Billie-Jo Jenkins was found on Saturday in the back garden of her foster parents' home in Hastings, East Sussex, where she had been painting the patio doors. She had been bludgeoned over the head with an 18in metal tent spike.
The 44-year-old man was detained as detectives released details of a scar-faced man they wanted to talk to about claims that Billie-Jo was being stalked.
The man, who lives in Hastings, was arrested at his home yesterday afternoon. Police said this followed media appeals for information about a man with a prominent birthmark stretching from his forehead to his chin.
A man was reported to have been wandering near Billie-Jo's home and asking for accommodation at about the time of the murder.
It emerged yesterday that the police were told Billie-Jo had complained of being followed by a stranger and of receiving nuisance telephone calls shortly before her murder.
Detectives revealed that her foster parents, Sion and Lois Jenkins, and friends, had told them she believed she was being followed since Christmas.
Mr Jenkins told detectives he disturbed a prowler in the back garden of the family home only 13 days ago and earlier saw a man staring at the house. Security lights had recently been fitted at the home.
However, it later emerged the foster parents did not contact police about the prowler or the nuisance telephone calls.
Billie-Jo had first claimed she was being stalked two years ago, when she started at Helenswood Secondary School in the East Sussex seaside resort, at the age of 11.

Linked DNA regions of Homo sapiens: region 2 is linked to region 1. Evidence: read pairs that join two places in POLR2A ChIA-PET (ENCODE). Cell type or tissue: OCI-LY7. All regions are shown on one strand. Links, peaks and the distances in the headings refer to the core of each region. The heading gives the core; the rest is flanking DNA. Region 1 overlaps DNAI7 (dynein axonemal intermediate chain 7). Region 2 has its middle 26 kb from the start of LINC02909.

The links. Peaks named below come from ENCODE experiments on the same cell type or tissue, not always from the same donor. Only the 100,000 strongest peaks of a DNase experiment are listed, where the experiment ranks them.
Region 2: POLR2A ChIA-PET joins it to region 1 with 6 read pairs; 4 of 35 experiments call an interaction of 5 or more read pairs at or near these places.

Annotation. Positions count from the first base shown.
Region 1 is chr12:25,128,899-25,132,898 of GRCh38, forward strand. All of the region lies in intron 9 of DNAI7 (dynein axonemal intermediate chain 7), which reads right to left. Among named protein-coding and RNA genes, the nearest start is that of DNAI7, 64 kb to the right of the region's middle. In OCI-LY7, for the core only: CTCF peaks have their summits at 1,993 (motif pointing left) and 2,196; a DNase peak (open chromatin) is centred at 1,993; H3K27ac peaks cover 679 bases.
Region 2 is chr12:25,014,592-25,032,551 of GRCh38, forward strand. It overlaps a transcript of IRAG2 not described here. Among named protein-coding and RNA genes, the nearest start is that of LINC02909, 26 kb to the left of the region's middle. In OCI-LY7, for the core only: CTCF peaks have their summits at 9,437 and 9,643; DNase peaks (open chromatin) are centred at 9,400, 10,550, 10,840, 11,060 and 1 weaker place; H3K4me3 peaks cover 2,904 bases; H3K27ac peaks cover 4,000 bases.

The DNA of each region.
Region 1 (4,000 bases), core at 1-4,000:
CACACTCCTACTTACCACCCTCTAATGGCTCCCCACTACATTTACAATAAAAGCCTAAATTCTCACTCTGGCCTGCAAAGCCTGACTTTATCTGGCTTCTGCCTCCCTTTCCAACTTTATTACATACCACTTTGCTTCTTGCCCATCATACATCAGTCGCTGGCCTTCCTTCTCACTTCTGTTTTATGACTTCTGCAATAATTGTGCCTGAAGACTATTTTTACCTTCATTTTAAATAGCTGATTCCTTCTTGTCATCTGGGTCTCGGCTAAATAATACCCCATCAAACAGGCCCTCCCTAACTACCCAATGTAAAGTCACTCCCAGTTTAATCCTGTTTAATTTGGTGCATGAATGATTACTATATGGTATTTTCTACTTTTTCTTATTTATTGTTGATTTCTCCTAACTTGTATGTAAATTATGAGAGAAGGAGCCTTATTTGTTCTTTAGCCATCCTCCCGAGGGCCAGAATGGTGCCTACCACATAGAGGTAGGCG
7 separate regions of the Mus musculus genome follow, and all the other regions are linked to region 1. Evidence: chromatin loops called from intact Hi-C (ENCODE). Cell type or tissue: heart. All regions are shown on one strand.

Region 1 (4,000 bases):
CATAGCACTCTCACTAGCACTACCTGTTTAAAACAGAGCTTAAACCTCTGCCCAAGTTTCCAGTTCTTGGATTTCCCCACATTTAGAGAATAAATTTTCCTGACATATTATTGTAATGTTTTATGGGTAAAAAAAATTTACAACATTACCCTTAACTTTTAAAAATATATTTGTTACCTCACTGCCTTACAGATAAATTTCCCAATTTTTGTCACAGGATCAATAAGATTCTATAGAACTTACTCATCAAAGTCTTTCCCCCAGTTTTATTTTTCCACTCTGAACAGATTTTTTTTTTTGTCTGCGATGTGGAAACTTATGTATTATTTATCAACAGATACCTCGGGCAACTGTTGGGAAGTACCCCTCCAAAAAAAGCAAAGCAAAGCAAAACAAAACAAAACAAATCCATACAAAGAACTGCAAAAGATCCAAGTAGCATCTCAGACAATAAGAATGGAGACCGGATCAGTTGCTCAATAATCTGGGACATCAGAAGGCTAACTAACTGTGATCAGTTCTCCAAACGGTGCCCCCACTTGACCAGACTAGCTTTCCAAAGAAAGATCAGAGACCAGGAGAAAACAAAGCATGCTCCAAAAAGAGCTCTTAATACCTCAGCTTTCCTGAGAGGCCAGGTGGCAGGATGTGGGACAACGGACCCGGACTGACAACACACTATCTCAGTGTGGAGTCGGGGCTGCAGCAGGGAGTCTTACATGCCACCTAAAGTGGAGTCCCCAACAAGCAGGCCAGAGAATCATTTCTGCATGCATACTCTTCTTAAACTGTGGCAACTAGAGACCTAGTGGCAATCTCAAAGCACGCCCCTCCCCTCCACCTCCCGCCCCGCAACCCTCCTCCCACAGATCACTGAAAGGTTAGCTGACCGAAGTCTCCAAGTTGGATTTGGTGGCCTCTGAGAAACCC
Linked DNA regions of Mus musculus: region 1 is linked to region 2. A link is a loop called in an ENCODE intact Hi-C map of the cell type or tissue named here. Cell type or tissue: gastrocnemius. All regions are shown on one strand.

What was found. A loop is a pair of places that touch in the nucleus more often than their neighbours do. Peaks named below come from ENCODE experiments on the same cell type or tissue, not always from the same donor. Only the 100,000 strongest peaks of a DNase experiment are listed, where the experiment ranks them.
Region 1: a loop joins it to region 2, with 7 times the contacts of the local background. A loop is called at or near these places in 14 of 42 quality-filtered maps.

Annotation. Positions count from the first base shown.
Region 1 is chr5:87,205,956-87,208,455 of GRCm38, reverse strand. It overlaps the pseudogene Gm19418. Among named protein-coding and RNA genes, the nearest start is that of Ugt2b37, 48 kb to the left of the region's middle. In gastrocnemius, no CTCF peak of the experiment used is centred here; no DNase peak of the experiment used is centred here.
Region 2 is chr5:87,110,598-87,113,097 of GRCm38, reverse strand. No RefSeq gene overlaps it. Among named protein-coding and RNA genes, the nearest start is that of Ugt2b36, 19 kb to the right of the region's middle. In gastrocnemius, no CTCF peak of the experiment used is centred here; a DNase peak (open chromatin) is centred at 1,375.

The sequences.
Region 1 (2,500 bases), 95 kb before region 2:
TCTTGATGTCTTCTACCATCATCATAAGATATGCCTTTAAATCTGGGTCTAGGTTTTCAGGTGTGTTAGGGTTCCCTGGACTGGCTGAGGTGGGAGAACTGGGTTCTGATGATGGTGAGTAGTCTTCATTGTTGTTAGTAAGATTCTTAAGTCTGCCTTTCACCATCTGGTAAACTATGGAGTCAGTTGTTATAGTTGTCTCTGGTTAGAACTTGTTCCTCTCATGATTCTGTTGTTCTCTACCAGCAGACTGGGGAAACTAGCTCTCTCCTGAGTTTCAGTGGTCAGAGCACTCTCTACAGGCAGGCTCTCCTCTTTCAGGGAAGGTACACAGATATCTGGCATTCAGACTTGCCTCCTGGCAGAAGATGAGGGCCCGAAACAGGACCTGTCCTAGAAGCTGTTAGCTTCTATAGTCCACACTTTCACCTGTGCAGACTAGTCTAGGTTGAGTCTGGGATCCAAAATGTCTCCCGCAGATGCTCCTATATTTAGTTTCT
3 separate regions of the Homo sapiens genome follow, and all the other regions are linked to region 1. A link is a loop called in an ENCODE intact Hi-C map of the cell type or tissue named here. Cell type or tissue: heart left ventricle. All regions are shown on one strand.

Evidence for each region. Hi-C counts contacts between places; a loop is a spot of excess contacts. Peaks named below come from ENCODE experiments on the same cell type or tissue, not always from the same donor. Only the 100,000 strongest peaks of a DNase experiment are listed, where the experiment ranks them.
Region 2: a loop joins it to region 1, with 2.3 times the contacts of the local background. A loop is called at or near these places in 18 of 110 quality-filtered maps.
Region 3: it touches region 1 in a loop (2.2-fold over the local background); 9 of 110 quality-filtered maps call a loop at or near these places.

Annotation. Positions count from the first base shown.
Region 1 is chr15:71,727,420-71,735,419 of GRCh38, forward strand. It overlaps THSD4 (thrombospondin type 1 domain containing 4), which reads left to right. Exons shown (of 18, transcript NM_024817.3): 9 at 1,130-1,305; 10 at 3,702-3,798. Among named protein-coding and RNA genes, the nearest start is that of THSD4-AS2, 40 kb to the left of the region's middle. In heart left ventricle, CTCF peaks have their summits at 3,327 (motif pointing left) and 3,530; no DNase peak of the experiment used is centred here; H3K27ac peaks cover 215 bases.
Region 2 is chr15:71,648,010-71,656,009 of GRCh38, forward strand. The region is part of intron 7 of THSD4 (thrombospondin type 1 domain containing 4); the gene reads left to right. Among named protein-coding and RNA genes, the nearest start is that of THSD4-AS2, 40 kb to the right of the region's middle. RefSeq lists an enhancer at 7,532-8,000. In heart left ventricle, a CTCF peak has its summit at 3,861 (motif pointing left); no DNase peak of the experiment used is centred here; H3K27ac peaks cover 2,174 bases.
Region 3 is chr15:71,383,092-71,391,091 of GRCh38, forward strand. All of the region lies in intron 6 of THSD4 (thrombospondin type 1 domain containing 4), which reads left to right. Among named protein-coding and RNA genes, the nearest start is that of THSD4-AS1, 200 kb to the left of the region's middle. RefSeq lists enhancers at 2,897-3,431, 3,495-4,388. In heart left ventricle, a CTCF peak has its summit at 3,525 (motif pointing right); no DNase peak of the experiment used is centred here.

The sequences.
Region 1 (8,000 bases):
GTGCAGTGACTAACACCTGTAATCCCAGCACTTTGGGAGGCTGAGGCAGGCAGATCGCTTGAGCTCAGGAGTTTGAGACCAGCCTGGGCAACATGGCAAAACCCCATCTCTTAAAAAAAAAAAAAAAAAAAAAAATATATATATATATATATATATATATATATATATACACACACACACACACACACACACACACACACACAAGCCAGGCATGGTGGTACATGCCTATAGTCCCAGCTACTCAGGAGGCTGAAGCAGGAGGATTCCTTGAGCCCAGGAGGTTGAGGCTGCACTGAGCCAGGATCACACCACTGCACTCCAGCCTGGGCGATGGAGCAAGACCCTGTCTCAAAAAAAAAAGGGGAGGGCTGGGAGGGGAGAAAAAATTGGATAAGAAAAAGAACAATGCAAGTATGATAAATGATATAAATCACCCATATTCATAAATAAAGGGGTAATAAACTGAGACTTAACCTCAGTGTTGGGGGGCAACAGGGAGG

Police were informed about those claims and the school was made aware of the girl's fears.
Detective Superintendent Jeremy Paine, leading the murder hunt, said: "It is clear that Billie-Jo obviously believed she was being followed in the days and weeks before her death.
"She had told her parents and friends she felt she was being followed and had spotted a man on some occasions. She had also received a number of strange phone calls at her house.
"It appears that she felt this man was paying particular attention to her for some reason."
Detectives are also awaiting the arrival of a computer database from the investigation into the murders of Lin and Megan Russell in Kent last summer. In both cases the victims were attacked without apparent motive or sexual intent.
Detectives were yesterday continuing to interview both Billie-Jo's natural parents and her foster parents.
Billie-Jo was described as a popular, lively teenager with ambitions to become an actress. She enjoyed swimming and going to youth clubs.
Chris Luckin, headmaster of Blacklands Primary School, in Hastings, which Billie-Jo attended for two years before moving to secondary school, said: "We remember her as a delightful girl, interested in everything that went on in school.
"We are absolutely devastated by this tragic event. Children and staff are stunned and feel numb. We feel particularly for the other members of her family." Mr Luckin said staff at the 500-pupil school were in tears as the children were told of Billie-Jo's death. Three of her sisters still attend the school.Reuse content